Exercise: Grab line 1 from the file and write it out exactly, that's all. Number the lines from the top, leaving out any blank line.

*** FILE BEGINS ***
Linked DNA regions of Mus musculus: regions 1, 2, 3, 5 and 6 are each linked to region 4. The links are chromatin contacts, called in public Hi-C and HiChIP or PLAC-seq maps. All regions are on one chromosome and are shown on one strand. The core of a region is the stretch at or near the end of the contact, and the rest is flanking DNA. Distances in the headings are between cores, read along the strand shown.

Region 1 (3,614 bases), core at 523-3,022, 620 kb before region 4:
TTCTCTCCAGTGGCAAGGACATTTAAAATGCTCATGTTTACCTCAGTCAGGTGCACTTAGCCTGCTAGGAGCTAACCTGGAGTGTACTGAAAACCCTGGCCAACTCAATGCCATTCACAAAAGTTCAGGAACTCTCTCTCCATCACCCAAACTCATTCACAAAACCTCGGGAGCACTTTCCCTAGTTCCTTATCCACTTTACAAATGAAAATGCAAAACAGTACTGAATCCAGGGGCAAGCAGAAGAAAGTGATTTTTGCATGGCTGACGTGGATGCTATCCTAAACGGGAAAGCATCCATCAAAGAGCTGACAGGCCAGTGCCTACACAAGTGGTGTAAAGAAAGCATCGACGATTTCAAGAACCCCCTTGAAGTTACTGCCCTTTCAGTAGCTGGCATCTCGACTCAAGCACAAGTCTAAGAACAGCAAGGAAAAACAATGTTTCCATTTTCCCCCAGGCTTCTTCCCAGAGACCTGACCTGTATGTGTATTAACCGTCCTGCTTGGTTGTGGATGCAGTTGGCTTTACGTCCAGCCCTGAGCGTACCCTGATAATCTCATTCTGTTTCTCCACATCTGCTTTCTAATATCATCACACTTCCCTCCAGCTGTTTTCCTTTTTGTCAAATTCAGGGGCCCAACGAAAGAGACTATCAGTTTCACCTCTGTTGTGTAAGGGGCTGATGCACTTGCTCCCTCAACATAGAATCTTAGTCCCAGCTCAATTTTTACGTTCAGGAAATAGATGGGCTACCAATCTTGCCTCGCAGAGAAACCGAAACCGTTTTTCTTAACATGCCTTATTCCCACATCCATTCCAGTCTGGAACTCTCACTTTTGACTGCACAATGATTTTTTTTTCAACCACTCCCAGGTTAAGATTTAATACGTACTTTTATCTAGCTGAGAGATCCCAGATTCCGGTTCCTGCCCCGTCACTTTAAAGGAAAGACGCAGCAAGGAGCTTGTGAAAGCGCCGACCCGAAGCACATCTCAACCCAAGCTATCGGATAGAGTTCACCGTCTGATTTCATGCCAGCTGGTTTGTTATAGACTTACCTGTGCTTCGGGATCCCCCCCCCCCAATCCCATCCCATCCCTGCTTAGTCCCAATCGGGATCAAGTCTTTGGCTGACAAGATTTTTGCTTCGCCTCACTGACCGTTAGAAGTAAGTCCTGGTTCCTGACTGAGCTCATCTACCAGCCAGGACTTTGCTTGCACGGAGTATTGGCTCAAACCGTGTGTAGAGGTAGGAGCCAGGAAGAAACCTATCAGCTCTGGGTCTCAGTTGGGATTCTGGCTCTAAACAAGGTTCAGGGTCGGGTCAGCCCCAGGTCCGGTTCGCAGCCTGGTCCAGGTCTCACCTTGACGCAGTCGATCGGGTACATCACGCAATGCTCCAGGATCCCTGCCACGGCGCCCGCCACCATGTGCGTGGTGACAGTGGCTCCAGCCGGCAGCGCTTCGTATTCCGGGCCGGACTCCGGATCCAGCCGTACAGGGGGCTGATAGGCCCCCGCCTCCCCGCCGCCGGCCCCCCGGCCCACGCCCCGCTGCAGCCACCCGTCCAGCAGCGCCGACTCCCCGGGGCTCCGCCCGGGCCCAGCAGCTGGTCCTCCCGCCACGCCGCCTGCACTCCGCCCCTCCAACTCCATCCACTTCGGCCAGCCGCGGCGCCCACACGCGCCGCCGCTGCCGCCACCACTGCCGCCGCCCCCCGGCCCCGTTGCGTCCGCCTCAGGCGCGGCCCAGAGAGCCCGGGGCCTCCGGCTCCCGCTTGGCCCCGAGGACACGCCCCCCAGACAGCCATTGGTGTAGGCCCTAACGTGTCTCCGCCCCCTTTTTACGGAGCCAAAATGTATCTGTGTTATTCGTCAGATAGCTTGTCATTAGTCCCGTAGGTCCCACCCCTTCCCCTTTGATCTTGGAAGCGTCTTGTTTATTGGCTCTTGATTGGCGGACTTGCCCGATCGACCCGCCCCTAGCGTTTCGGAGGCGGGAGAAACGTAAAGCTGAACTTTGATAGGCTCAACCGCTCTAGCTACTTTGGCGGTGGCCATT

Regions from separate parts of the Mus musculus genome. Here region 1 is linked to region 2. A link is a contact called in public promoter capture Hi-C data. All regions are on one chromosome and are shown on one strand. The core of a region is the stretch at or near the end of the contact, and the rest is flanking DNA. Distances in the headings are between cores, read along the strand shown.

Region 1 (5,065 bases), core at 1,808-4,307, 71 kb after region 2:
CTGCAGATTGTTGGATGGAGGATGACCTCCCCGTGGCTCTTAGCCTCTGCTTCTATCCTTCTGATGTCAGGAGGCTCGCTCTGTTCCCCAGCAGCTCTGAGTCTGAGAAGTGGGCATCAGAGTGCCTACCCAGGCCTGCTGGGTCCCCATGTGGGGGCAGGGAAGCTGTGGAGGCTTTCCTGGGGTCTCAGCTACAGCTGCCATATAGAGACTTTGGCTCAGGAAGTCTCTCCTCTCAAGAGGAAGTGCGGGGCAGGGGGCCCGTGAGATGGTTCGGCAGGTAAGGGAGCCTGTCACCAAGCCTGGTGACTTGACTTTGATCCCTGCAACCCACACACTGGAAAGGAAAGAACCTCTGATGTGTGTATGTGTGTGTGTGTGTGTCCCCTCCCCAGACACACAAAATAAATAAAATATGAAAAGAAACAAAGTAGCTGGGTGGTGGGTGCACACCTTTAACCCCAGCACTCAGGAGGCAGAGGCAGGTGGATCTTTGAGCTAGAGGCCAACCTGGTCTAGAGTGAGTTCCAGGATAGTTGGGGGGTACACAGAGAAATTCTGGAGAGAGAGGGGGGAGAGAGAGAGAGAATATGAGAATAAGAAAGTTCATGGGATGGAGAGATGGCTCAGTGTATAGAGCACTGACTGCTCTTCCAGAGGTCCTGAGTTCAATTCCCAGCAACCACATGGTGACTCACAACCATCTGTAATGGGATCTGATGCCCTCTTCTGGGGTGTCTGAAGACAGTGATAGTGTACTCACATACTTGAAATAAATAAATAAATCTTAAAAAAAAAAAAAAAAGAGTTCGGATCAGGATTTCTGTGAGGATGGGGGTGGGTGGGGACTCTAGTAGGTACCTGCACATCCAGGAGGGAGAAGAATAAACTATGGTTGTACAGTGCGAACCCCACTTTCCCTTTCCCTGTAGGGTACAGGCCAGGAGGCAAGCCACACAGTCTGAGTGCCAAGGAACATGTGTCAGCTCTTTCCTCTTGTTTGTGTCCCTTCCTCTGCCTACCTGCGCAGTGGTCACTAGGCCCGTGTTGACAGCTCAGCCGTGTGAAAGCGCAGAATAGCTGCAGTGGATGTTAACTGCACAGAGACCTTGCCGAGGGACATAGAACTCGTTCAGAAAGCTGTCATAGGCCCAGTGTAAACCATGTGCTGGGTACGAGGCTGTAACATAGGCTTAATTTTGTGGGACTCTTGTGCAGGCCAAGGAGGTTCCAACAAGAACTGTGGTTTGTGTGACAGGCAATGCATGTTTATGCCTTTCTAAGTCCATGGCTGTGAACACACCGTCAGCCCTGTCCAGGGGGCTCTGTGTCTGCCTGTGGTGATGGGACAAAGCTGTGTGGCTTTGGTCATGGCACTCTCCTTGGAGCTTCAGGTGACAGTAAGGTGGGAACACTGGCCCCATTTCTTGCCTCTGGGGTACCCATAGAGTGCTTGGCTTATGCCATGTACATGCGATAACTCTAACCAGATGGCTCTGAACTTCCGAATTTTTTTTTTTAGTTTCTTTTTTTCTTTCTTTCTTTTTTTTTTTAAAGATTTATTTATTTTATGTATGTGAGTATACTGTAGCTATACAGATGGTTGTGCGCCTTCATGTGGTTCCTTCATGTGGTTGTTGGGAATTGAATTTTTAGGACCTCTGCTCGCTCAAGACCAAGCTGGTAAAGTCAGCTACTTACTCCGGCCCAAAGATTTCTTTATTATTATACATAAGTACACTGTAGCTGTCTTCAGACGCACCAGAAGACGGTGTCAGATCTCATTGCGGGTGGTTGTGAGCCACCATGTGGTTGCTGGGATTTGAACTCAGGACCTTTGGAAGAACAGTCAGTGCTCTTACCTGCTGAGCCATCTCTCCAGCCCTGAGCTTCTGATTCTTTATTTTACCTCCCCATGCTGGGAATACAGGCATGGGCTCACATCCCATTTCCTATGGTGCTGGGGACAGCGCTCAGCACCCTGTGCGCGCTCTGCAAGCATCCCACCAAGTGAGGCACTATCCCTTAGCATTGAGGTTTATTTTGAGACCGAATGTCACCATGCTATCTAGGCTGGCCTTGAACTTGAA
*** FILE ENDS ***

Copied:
Linked DNA regions of Mus musculus: regions 1, 2, 3, 5 and 6 are each linked to region 4. The links are chromatin contacts, called in public Hi-C and HiChIP or PLAC-seq maps. All regions are on one chromosome and are shown on one strand. The core of a region is the stretch at or near the end of the contact, and the rest is flanking DNA. Distances in the headings are between cores, read along the strand shown.